An estimated 6,500 new residential units will be built in Missoula County over the next 10 years, according to city planner Garin Wally.
And although there are 33,000 lots suitable for development, many of those have owners who don't want to sell or build. In fact, Wally estimates only about 4,300 are "highly suitable."
That’s why the city and county have come up with a document called "Our Missoula Development Guide: Looking Forward" to guide where and how that growth occurs in an effort to use financial resources efficiently and head off major problems.
The document shows that parts of the Reserve to Russell Corridor and the Brooks Street Corridor, along with parts of the Westside and Northside neighborhoods, are best suited for development. West Broadway, downtown Missoula and East Broadway are also ripe for “inward focusing” development.
“What this basically is, is a 10-year look forward and we’re trying to answer the question of where will we put new development and where should we put that development,” said senior city planner Tom Zavitz.
The city will create several maps in the coming year that show where development can and cannot occur, where there is vacancy and appropriate zoning, and another map showing the most suitable spots for development. Those places would be located near existing infrastructure, services and transit so that taxpayers aren’t on the hook for expensive infrastructure development.
The document utilizes Missoula Growth Policy guidelines such as locating higher-density housing near biking and walking routes, providing incentives for mixed-use development so that residences are near grocery stores and other basic necessities, and discouraging “greenfield” development.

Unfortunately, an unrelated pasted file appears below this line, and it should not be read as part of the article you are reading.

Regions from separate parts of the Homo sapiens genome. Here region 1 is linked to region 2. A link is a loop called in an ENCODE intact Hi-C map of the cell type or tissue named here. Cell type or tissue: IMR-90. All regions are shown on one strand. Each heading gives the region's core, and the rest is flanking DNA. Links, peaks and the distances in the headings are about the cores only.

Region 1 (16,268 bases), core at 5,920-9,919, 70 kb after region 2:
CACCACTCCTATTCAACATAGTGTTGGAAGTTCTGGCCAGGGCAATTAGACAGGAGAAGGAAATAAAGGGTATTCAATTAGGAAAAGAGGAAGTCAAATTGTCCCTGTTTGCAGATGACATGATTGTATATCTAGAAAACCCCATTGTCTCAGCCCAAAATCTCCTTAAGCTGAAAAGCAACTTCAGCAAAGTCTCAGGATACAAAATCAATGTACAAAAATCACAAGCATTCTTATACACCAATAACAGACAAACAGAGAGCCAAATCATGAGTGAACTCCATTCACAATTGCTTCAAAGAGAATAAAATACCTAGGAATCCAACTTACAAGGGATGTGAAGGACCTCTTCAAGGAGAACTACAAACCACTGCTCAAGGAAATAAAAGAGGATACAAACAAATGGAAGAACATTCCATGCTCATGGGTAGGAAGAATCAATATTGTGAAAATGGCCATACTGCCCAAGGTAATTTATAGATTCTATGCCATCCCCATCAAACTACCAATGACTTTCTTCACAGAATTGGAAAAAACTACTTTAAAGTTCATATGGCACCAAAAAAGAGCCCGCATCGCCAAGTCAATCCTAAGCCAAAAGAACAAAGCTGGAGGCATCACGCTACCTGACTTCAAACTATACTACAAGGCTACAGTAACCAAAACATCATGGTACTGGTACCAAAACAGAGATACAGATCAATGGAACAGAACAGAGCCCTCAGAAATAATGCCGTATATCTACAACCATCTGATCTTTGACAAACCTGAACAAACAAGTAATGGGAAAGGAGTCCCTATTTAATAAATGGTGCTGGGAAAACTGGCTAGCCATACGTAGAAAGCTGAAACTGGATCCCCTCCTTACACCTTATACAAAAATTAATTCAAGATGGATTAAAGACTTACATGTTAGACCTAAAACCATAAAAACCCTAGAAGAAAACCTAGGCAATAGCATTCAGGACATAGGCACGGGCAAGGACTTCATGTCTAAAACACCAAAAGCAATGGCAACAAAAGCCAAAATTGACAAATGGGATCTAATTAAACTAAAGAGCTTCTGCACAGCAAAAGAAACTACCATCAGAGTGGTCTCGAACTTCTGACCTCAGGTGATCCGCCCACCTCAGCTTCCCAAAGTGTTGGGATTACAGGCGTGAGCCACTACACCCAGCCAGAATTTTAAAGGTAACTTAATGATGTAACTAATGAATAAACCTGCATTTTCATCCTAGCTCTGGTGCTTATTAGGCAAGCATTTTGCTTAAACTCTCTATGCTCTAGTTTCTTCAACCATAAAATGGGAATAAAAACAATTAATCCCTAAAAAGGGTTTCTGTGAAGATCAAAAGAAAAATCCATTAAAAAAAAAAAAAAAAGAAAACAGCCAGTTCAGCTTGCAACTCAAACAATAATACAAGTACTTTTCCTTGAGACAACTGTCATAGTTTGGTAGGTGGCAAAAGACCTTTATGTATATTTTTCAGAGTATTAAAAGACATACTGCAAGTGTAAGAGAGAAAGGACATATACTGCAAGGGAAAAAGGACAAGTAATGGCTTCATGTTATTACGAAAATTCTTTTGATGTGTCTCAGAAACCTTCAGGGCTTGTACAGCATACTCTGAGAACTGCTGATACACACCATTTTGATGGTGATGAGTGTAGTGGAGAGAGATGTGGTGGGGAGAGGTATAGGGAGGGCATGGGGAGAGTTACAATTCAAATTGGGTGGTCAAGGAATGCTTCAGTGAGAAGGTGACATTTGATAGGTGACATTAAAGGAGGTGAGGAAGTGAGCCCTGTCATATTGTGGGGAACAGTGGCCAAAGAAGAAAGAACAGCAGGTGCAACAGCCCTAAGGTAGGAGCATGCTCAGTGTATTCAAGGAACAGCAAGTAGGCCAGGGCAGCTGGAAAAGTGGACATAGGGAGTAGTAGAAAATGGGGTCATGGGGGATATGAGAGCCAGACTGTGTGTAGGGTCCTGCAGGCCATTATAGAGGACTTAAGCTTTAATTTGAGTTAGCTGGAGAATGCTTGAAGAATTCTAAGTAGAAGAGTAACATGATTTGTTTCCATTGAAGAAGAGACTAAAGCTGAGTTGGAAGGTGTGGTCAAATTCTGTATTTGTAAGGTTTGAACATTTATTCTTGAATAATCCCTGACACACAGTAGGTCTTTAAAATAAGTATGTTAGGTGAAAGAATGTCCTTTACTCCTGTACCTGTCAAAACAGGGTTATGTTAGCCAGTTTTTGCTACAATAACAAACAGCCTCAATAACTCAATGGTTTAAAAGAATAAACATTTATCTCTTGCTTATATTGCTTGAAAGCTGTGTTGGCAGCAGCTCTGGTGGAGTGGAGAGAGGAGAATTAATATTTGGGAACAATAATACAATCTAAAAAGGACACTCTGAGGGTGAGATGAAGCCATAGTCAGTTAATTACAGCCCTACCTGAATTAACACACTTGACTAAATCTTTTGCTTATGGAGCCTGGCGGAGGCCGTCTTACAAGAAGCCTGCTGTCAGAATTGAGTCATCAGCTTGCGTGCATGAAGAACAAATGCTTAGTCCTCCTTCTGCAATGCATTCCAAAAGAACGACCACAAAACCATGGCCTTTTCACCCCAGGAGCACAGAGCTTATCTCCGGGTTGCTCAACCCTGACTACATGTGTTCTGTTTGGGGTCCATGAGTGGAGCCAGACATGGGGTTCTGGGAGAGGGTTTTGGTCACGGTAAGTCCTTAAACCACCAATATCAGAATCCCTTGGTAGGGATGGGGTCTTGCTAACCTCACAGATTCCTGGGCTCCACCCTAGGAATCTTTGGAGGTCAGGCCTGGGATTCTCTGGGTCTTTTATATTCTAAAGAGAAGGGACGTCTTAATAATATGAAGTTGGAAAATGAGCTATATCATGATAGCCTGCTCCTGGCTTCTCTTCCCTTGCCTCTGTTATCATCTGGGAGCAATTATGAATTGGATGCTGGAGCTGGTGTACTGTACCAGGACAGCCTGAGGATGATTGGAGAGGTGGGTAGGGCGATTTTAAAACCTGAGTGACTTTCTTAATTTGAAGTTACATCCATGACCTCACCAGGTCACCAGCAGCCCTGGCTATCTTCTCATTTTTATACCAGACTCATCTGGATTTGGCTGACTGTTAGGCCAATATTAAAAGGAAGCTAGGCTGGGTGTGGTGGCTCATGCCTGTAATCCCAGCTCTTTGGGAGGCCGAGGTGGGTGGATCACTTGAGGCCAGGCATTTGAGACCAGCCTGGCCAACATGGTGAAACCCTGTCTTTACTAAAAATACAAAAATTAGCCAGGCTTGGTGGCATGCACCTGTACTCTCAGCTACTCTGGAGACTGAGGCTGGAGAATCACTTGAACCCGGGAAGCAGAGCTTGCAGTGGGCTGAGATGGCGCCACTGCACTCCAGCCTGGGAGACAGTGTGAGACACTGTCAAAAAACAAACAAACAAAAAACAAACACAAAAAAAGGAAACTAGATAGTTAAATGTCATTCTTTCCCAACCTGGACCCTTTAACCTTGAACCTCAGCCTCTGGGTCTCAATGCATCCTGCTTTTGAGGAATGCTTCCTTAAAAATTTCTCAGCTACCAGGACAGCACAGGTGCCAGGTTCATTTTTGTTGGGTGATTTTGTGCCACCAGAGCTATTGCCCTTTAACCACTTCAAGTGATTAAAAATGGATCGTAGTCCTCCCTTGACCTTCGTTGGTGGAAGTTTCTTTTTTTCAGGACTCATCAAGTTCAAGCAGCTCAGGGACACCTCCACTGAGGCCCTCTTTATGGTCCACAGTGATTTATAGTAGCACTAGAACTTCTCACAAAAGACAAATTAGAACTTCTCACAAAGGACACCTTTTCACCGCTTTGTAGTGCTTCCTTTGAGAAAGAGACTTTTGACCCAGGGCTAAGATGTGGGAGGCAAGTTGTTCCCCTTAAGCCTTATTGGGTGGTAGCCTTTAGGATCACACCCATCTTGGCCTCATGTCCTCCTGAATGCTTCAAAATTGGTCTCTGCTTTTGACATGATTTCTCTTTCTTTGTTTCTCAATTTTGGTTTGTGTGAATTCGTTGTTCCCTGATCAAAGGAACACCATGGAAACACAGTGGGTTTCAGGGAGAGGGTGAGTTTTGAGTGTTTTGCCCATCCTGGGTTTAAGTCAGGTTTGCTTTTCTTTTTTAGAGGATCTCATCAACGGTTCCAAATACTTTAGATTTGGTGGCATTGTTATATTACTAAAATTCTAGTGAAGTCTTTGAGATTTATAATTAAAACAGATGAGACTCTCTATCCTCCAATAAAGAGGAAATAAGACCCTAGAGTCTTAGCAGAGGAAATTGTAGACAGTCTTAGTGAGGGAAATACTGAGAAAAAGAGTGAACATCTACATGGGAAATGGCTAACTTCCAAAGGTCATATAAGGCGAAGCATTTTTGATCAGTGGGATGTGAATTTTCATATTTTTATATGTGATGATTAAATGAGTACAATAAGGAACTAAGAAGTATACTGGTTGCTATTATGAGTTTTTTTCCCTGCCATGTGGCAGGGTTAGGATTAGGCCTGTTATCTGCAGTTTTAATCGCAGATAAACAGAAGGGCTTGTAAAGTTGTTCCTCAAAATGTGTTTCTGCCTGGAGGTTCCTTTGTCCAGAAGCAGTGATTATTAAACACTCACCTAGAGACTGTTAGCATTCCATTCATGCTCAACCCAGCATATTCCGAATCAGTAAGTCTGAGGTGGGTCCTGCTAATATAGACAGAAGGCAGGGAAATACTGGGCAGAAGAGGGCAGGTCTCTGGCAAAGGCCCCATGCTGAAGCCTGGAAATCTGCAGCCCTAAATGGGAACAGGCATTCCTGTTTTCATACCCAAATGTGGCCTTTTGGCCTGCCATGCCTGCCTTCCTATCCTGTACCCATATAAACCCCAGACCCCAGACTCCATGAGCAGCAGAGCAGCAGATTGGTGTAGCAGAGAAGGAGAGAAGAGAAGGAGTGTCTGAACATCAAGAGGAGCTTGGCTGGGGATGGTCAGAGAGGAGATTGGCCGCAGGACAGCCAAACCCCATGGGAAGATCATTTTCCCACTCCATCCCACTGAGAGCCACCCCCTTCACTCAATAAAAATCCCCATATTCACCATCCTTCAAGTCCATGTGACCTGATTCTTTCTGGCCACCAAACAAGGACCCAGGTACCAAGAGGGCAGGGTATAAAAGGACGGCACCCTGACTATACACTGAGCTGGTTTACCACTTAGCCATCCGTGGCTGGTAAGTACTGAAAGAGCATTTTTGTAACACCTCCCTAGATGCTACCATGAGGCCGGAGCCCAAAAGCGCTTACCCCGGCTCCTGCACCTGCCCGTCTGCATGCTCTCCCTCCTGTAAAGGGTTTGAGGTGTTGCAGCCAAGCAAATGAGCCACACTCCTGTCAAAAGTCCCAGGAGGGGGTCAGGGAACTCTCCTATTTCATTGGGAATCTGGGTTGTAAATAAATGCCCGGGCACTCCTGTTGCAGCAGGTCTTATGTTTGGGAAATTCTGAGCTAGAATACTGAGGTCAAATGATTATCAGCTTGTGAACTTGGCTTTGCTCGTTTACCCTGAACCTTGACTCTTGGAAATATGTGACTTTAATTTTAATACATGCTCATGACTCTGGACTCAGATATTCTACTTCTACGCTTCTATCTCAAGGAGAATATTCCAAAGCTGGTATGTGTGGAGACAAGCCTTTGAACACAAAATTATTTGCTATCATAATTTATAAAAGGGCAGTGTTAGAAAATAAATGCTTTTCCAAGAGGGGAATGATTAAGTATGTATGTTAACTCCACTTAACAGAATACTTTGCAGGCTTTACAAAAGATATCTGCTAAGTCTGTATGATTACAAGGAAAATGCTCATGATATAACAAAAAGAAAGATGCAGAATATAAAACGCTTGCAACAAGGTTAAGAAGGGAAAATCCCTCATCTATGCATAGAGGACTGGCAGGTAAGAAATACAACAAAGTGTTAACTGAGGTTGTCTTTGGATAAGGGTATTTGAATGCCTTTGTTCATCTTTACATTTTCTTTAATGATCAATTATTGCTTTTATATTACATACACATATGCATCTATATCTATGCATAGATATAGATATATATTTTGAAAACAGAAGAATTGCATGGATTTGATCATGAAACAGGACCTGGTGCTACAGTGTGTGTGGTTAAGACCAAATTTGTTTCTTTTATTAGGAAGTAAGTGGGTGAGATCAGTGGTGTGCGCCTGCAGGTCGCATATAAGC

Zavitz and Wally presented the document to the city council’s Land Use and Planning Committee on Wednesday.
“I’ll be curious how we implement this,” said council member Jordan Hess. “What are the areas where we can apply pressure? What are carrots and sticks to shape development where we want it?”
Hess said he hopes the city and county can avoid “leapfrog greenfield development” that requires expensive extensions of utilities like sewer, water, roads, lighting and sidewalks.
“We want to shape (growth) in a way that creates a financially stable model that develops density that is distributed equitably throughout the community, density that is incrementally distributed.”
The city is calculating which areas surrounding town have the most capacity for more housing and which don’t have much more room.
“We want to identify opportunity on vacant land and identify opportunity on land where the zoning and land use do not align,” Wally explained.
The city has three concepts and identified areas that include one or two or all three: capability, capacity and suitability. Capability is where development can occur. Capacity is how much development can occur based on zoning and current development. Suitability is where development should occur, based on a policy of reducing dependency on both infrastructure costs and automobile use.
“When these three concepts are combined spatially, the result is a tiered ‘Opportunities’ map of suitable capacity for preferred development locations,” Wally wrote in his report. “This map will help guide development to locations supportive of 'Focus Inward' and will assist Missoula in making informed decisions regarding future residential development.”
The two areas that met all three guidelines were the Reserve to Russell Corridor and the South Hills.
Zavitz said although there are lots of vacant or suitable-to-build lots in the county, they could be owned by people who aren’t interested in development for a variety of reasons.
“The numbers are really big as far as available capacity but it’s not all easy to get at and how do we unlock that capacity,” he said. “We don’t need to continue to sprawl. But it’s not so simple as there are 33,000 available spaces.”